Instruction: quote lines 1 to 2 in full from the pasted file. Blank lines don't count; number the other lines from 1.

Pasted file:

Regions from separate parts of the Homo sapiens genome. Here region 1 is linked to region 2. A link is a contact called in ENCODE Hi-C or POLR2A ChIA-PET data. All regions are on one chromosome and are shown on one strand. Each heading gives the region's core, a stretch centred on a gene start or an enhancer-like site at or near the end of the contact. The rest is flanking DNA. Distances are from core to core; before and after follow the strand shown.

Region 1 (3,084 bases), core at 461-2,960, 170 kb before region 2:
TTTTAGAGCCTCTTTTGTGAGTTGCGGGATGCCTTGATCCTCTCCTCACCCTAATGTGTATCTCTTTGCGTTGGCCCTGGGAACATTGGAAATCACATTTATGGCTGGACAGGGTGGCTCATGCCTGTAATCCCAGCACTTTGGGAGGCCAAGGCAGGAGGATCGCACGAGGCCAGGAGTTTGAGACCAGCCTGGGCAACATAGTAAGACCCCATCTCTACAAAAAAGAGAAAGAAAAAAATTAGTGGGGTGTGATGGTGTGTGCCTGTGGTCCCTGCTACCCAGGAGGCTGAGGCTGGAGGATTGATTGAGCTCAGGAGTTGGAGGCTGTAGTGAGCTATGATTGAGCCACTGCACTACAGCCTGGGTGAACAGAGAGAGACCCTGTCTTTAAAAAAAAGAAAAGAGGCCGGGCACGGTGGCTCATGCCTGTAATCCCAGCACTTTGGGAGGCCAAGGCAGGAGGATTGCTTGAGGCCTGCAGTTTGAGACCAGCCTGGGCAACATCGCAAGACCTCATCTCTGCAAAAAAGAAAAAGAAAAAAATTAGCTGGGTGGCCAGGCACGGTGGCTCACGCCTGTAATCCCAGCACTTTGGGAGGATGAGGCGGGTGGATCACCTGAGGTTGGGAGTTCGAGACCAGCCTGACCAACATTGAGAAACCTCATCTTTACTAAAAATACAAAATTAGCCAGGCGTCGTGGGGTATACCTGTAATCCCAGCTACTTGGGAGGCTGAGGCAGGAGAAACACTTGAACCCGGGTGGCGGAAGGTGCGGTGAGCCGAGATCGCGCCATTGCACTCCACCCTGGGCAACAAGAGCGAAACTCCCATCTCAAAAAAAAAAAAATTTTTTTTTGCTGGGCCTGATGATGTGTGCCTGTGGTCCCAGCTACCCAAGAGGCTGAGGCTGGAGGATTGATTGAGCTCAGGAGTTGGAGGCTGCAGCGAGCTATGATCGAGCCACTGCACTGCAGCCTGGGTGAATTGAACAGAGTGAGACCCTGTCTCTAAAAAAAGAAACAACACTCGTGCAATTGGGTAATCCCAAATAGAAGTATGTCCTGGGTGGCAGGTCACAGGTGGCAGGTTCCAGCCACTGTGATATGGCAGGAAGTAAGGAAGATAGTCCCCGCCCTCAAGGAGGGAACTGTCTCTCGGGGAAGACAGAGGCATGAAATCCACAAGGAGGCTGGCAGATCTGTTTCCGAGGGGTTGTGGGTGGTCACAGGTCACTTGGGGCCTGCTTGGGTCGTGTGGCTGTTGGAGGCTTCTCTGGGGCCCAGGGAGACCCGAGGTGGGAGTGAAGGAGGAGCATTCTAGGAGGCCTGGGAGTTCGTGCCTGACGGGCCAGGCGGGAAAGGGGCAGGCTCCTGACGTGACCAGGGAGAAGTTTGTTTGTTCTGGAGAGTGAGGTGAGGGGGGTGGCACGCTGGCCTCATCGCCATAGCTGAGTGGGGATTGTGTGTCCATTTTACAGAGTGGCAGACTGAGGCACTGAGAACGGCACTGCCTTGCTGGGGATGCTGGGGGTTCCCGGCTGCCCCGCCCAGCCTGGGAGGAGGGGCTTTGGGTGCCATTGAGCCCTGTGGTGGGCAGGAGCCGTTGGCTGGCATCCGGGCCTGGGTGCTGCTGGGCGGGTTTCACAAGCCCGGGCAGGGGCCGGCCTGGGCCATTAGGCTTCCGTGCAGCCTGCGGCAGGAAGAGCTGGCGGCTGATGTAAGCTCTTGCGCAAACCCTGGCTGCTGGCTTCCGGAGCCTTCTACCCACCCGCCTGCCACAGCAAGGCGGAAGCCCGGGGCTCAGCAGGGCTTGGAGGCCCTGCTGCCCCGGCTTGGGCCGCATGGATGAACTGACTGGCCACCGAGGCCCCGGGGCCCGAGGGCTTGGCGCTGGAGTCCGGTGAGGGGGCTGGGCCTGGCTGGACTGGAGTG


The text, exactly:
Regions from separate parts of the Homo sapiens genome. Here region 1 is linked to region 2. A link is a contact called in ENCODE Hi-C or POLR2A ChIA-PET data. All regions are on one chromosome and are shown on one strand. Each heading gives the region's core, a stretch centred on a gene start or an enhancer-like site at or near the end of the contact. The rest is flanking DNA. Distances are from core to core; before and after follow the strand shown.

Region 1 (3,084 bases), core at 461-2,960, 170 kb before region 2: